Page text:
Britney Spears' "If U Seek Amy" pun was cribbed from Joyce and Shakespeare.

Language and how we use it.
March 19 2009 6:51 AM

If You Seek Amy's Ancestors

Britney Spears didn't invent the dirty pun in her new song title. She stole it from Joyce and Shakespeare.

Britney Spears. Click image to expand.
Britney Spears

Last week, Britney Spears released the video for her recent single "If U Seek Amy." As many have pointed out, the song's title, when spoken aloud, sounds a lot like "F-U-C-K me." Indeed, that's the only way to interpret it, since the lyric itself makes no sense in context: "All of the boys and all of the girls are begging to if you seek Amy." The suggestive video even begins with a TV news anchor speaking the title over a chyron that reads, "Britney Spears Song Lyrics Spell Out Obscenity in Disguise," so there's no possibility that the pop star is trying to sneak something through. Has Britney pioneered a new kind of dirty pun?

Not really, although she does offer a new twist. The trope of spelling out fuck with the words if you see Kay has been frequently explored by musicians. The earliest instance appears to be by blues pianist Memphis Slim, who recorded a wistful "If You See Kay," about his lost girlfriend, in 1963:

If you see Kay
Please tell her I say, "Hurry home."
Lord I ain't had no lovin'
Since my little Kay been gone.
If you see Kay,
Please bring her home to me.

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Quite a number of rock songs feature this title as well, and in most cases, the artists appear to have come up with the concept independently. In 1977, lo-fi pioneer R. Stevie Moore released his "If You See Kay," a lopingly heartbroken revenge song that concludes: "If you see Kay you."

In 1982, the Canadian band April Wine released a lousy song called "If You See Kay"; the period details in the video that accompanied it compensate somewhat for lines such as "She had the look of need/ Like 'Give it to me'/ I decided I should take a chance."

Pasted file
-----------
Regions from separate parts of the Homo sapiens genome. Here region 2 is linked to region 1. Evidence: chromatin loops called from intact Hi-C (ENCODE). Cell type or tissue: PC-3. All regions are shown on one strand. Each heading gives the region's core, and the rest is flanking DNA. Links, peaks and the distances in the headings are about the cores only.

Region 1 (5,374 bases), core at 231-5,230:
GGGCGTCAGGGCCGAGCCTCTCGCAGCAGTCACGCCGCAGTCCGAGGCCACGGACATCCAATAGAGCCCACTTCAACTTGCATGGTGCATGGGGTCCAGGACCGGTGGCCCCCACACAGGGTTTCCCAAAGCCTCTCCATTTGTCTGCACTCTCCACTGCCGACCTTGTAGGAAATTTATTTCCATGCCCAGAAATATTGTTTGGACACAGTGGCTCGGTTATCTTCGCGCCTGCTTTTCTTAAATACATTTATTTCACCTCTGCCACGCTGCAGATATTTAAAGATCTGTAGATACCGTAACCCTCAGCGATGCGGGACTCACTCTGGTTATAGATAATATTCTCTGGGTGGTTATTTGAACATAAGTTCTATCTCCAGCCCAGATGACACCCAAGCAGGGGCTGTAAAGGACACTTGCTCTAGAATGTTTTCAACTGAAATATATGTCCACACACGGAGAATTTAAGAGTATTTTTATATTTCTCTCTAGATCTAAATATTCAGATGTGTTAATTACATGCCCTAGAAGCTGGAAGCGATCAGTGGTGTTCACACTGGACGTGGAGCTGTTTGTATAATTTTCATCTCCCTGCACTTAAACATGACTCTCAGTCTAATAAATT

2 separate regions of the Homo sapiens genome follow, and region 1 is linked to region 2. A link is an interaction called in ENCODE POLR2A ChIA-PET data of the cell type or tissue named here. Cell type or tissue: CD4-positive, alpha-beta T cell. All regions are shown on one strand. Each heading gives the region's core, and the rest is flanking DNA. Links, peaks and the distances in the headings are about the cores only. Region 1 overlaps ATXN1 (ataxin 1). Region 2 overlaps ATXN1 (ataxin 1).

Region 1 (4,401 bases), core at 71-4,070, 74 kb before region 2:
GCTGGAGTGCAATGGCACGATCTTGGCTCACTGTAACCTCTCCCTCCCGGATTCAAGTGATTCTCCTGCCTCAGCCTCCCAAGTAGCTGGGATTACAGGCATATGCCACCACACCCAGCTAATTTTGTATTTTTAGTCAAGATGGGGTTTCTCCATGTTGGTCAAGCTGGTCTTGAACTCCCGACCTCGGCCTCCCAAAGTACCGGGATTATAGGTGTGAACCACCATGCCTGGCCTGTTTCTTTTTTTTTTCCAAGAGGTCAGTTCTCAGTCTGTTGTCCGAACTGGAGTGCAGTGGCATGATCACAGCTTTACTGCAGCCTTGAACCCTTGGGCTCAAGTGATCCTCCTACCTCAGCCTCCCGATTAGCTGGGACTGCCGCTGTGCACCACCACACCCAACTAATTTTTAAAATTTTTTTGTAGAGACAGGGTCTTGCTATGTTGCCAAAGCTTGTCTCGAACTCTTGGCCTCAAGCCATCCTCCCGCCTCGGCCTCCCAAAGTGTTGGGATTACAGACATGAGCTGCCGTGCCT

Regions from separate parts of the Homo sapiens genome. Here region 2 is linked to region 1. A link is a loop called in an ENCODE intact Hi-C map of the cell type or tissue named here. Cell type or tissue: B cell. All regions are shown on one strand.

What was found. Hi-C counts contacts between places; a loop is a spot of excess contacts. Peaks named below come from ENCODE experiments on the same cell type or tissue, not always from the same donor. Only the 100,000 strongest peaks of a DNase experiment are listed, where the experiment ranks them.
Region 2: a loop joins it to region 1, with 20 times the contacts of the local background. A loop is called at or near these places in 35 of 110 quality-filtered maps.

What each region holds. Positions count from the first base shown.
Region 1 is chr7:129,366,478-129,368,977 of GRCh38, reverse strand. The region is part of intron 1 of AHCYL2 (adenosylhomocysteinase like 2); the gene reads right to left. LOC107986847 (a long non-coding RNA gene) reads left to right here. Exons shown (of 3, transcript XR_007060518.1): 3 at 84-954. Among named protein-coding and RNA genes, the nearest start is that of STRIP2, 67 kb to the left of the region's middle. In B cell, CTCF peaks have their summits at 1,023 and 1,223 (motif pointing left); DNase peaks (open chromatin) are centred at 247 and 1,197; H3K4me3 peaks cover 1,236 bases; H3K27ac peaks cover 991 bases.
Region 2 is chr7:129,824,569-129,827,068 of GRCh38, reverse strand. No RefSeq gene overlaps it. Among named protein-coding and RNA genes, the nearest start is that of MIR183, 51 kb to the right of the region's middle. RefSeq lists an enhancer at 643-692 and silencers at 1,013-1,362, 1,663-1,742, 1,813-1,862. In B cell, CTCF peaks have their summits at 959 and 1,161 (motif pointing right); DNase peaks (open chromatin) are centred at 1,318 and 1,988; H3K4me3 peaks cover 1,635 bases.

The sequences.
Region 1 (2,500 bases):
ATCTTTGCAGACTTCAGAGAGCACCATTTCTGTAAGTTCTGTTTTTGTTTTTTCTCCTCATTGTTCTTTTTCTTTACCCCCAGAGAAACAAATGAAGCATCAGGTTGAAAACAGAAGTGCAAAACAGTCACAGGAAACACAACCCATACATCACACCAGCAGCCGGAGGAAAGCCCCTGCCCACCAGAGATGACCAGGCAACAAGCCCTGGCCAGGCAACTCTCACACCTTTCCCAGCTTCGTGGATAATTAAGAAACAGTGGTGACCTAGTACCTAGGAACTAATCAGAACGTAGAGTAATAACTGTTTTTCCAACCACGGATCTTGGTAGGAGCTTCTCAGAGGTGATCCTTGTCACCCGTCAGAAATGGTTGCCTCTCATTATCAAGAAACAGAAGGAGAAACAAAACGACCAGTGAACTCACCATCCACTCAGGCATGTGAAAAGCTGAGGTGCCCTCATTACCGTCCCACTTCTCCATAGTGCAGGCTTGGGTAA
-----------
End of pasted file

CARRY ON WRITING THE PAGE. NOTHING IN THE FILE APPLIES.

In 1990, the pop-punk band Poster Children released a ragged, raucous "If You See Kay," and in 2005 the Norwegian punk band Turbonegro released the slick and poppy "If You See Kaye," performed in English. Britney's songwriters do, however, seem to have found new territory in her substitution of "seek Amy" for "see Kay"; I could find no earlier examples of that locution.

One of the catchiest recent iterations of this trope comes from the Irish band the Script, which released its "If You See Kay" on MySpace several years ago. In a recent interview, the band acknowledged its debt to James Joyce—whom they helpfully identify as "a literary god in Ireland"—noting that he used the "If you see kay" gag in Ulysses. The Irish literary god does in fact appear to be the first person to have used this phrase; in Ulysses, Joyce included a bit of doggerel sung by the Prison Gate Girls:

If you see kay
Tell him he may
See you in tea
Tell him from me.

In the third line, Joyce manages to encode cunt as well. Take that, Britney!

Joyce isn't, however, the only great writer to encode dirty words in his work. Hundreds of years earlier, none other than English literary god William Shakespeare used a similar trick. In Twelfth Night, Olivia's butler Malvolio receives a letter written by Maria but in Olivia's handwriting; analyzing the script, Malvolio says, "By my life this is my lady's hand. These be her very C's, her U's and her T's and thus makes she her great P's." With the and sounding like N, Shakespeare not only spells out cunt, but gets pee in there as well.

And he didn't need a news anchor, or even a town crier, to explain it.

Jesse Sheidlower, formerly the editor at large of the Oxford English Dictionary, is the president of the American Dialect Society. He is the author of The F-Word.

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